• Juandalynn Ralpheda (b. 1954)
  • Donzaleigh Avis (b. 1957)
  • Ralph David III (b. 1959)

(Their oldest, Ralph David Jr., had died two days after birth in 1953. Their youngest, Kwame Luthuli, wasn’t born until the early 1970s.)

Juandalynn’s first and middle names were clearly inspired by her parents’ names, but I don’t know how Donzaleigh’s name was coined.

What are your thoughts on the names Juandalynn and Donzaleigh? Which one do you like more?

Sources:

Image: © 1970 Ebony

Baby born on bridge, named Bridge

Sydney Harbour Bridge
Sydney Harbour Bridge

On October 27, 1945, Mrs. Juanita Dunlop gave birth to a baby boy while traveling in an ambulance across the Sydney Harbour Bridge.

“At the time Mrs. Dunlop said that she would not give the baby any fancy names,” but her husband later decided that he wanted to add the word “bridge” to the baby’s name.

So their son was christened Robert Bridge in late December at the Methodist Church in Manly, New South Wales.

The Dunlops’ two older children, both boys, were named Stephen and Richard.

Source: “Baby Named After Bridge Birthplace.” The Sun [Sydney, Australia] 23 Dec 1945: 6.

Image: Sydney Harbour Bridge by Diego Delso under CC BY-SA 3.0.

What gave the baby name Troylene a boost?

Candy Barr and daughter Troylene, 1963
Candy Barr & Troylene, 1963

The rare name Troylene has appeared in the U.S. baby name data just three times total. It debuted in 1951, then popped up again twice in the 1960s:

  • 1966: unlisted
  • 1965: 5 baby girls named Troylene
  • 1964: unlisted
  • 1963: 13 baby girls named Troylene [peak]
    • 6 born in California
  • 1962: unlisted
  • […unlisted…]
  • 1952: unlisted
  • 1951: 5 baby girls named Troylene [debut]
  • 1950: unlisted

The peak usage in 1963 is easy to explain, so we’ll start there.

In the early ’60s, Dallas burlesque dancer “Candy Barr” (birth name: Juanita Dale Slusher) served over three years of a fifteen-year prison sentence for possession of less than an ounce of marijuana. Just after she was released in April of 1963, a few photographs of Candy and her 7-year-old daughter Troylene ran in the newspapers. (Troylene’s father was Candy’s second husband, Troy Phillips.)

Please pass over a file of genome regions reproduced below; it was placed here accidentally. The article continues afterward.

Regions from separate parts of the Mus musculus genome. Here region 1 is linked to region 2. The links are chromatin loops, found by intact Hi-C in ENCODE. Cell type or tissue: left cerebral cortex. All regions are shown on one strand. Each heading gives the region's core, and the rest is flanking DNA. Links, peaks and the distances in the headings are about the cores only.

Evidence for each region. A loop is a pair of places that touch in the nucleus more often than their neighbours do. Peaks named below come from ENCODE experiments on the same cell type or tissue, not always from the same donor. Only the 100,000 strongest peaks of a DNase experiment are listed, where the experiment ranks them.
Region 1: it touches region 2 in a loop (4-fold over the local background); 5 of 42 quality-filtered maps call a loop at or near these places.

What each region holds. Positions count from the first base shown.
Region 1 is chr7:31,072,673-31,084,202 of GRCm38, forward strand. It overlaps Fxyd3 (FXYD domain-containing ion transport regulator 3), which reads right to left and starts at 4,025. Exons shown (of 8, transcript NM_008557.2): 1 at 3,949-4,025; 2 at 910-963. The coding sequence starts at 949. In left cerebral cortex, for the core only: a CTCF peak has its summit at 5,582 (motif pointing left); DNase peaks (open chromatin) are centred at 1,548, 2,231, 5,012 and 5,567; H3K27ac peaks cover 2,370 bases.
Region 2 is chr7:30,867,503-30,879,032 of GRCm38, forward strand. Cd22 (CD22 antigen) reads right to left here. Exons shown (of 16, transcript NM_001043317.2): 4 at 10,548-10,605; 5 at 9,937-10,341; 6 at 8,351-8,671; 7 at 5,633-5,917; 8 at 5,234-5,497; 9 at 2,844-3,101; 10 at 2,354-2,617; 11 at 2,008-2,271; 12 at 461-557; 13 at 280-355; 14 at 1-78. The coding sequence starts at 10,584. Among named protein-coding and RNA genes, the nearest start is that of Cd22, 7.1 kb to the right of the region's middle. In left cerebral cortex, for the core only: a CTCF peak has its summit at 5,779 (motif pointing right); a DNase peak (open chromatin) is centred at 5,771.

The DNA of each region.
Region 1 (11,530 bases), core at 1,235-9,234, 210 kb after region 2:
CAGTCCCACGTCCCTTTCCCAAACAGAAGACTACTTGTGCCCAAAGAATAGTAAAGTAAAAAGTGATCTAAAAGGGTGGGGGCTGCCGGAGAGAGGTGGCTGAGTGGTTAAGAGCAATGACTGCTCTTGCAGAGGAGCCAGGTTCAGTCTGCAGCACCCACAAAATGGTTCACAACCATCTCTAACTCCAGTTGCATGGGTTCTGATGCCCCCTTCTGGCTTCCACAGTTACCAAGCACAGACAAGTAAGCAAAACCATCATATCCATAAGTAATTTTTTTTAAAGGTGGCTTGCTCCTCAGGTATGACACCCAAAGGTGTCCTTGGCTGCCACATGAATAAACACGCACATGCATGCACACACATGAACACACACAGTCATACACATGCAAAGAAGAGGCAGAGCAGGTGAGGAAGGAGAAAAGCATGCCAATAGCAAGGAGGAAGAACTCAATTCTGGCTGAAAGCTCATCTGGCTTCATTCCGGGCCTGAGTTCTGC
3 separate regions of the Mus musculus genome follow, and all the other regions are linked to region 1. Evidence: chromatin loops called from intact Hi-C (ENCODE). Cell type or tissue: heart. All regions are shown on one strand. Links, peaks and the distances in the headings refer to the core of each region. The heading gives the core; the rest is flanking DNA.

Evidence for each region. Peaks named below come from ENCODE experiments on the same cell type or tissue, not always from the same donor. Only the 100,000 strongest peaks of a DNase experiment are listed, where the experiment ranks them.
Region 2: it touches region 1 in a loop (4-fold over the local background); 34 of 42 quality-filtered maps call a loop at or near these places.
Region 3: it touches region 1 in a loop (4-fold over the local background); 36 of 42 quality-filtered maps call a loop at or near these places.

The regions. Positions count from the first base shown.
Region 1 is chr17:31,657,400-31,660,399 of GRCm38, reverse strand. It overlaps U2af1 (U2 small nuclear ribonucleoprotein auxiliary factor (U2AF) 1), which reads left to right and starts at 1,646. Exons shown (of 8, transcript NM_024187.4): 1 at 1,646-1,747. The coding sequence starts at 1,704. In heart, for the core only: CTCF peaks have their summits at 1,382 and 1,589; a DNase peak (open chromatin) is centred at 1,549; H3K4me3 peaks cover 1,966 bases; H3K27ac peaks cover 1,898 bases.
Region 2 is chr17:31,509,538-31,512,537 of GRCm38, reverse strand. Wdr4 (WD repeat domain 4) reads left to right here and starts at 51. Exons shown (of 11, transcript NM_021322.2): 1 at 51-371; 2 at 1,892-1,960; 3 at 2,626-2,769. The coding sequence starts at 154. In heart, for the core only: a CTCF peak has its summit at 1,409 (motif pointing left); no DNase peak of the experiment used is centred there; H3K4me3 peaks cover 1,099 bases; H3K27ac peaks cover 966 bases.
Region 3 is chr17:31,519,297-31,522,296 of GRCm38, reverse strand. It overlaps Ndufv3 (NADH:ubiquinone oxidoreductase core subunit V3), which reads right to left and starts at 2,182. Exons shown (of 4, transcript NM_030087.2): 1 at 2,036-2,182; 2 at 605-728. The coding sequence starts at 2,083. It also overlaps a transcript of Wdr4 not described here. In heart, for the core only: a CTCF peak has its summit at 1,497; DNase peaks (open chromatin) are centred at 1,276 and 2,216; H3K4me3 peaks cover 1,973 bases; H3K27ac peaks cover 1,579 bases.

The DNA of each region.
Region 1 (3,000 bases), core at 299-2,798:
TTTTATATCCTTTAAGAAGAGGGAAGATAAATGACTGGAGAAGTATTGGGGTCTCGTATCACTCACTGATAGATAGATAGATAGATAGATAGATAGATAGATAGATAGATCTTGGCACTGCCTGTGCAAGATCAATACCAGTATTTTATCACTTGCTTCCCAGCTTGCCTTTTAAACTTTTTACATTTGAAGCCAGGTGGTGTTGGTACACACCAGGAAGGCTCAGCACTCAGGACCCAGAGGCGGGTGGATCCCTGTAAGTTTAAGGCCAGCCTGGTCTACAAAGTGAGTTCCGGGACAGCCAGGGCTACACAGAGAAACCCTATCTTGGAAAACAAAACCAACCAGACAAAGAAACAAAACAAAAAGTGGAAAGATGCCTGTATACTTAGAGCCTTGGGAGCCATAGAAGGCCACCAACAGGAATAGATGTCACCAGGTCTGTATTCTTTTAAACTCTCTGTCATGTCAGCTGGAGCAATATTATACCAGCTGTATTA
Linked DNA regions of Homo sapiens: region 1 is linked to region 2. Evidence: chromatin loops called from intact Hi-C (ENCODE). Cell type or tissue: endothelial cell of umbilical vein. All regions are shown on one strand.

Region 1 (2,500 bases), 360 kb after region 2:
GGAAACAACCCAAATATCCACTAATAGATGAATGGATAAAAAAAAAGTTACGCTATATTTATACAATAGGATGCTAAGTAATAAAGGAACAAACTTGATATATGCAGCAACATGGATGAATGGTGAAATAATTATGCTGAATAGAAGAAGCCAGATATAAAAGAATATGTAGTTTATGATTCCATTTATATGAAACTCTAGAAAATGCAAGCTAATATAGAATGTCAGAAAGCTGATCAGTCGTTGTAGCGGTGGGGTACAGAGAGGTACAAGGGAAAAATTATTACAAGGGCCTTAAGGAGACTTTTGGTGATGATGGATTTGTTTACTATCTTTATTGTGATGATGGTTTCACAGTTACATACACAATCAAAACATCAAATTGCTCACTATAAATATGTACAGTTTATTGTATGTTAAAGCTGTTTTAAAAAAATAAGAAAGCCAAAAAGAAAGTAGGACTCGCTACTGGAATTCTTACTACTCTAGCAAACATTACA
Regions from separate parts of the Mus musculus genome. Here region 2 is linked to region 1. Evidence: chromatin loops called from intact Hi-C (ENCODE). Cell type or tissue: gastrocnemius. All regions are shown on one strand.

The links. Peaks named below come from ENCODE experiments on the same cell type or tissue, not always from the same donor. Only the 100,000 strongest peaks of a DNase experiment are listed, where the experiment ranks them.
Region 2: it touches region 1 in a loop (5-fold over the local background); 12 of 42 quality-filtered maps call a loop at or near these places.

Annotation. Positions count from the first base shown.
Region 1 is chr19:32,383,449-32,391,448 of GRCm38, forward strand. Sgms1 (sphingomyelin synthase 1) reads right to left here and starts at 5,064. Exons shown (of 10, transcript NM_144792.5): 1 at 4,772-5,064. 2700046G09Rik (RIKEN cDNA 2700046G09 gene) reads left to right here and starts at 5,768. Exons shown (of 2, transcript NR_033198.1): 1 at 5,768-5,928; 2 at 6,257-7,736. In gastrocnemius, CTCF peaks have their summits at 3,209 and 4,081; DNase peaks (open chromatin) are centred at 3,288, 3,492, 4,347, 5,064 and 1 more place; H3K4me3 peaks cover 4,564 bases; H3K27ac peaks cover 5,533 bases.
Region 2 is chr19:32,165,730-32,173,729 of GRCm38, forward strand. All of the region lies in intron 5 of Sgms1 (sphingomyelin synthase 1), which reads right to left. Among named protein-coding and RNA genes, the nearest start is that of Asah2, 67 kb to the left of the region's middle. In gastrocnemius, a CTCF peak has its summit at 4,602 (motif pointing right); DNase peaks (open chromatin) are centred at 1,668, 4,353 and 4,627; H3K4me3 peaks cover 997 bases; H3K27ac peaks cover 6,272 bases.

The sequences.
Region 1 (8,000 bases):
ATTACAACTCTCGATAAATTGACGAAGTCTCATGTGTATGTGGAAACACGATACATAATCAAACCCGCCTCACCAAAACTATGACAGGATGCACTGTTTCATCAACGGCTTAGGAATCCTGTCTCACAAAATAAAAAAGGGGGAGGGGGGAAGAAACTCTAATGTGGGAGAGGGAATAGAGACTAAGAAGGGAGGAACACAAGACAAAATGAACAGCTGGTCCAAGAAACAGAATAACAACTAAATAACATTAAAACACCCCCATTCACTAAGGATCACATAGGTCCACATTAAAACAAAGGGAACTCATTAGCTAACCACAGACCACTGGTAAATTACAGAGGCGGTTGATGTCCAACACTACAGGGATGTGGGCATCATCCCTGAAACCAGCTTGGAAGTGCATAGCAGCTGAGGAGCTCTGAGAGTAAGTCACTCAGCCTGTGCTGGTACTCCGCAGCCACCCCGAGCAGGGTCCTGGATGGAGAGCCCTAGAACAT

…So that explains the ’60s. What about the ’50s?

The reason for the debut is trickier to pinpoint — and there may not be a specific reason at all. (“Troylene” may have emerged organically as a variant of trendy names like Darlene and Charlene.)

That said, I do have two theories:

  • First, a New Mexico cowgirl named Troylene Boykin (b. 1943). She participated in various kids’ rodeos during the early ’50s, so her name periodically popped up in Southern newspapers starting around 1951. (Sadly, Troylene Boykin died of a heart ailment in 1956.)
  • Second, a Texas baby named Zanneta Troylene McKnight (b. 1951). Her twin brother, Clifton Troyce McKnight, was born with an “upside down” stomach (congenital diaphragmatic hernia) and required major surgery soon after they were born in mid-November. They were both highlighted in the local news at that time.

It’s interesting to note that most of the 20th-century Troylenes I found records for were born in Texas, and a good number of them had fathers named Troy. The twins’ father was a Troy, for instance.

What do you think of the baby name Troylene?

Sources:

  • Cartwright, Gary. “Say “Cheesecake”.” Texas Monthly Jan. 1986: 280.
  • “Winters Baby’s ‘Upside Down’ Stomach Set Right by Surgery.” Abilene Reporter-News 8 Dec. 1951: 25.